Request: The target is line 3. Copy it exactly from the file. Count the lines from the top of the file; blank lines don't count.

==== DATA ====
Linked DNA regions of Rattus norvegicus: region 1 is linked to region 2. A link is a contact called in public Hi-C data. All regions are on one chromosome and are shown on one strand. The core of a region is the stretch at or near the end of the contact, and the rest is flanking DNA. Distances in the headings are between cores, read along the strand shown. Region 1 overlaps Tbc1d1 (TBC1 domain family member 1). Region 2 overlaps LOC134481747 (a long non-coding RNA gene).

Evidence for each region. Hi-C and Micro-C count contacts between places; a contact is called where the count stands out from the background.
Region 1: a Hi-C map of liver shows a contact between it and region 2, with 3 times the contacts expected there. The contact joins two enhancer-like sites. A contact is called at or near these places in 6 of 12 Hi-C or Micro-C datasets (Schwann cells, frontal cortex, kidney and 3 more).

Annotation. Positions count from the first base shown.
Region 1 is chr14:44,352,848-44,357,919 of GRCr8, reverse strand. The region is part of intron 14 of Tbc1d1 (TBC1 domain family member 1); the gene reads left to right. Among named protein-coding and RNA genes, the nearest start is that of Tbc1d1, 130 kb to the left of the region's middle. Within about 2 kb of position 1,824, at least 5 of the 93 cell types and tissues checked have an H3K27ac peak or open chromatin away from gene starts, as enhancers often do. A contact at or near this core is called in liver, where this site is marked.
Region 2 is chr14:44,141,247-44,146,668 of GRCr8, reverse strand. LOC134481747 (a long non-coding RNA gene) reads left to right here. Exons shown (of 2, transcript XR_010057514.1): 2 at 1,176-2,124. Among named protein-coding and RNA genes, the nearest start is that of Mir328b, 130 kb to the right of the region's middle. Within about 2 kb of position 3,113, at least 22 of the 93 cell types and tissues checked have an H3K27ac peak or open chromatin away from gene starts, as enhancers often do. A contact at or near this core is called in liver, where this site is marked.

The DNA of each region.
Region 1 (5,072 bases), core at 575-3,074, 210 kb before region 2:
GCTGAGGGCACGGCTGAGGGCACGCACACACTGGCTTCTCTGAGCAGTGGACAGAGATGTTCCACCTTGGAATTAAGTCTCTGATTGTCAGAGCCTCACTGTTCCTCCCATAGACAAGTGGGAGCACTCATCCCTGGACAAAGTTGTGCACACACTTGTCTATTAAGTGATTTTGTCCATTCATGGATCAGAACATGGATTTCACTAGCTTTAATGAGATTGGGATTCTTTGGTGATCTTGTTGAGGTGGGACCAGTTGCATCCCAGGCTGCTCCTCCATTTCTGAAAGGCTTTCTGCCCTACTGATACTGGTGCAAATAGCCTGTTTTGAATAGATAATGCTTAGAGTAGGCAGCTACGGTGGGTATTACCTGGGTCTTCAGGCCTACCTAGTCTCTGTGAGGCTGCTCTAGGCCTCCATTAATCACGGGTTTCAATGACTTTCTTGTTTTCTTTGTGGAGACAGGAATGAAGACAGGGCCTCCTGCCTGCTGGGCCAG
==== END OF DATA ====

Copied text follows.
Region 1: a Hi-C map of liver shows a contact between it and region 2, with 3 times the contacts expected there. The contact joins two enhancer-like sites. A contact is called at or near these places in 6 of 12 Hi-C or Micro-C datasets (Schwann cells, frontal cortex, kidney and 3 more).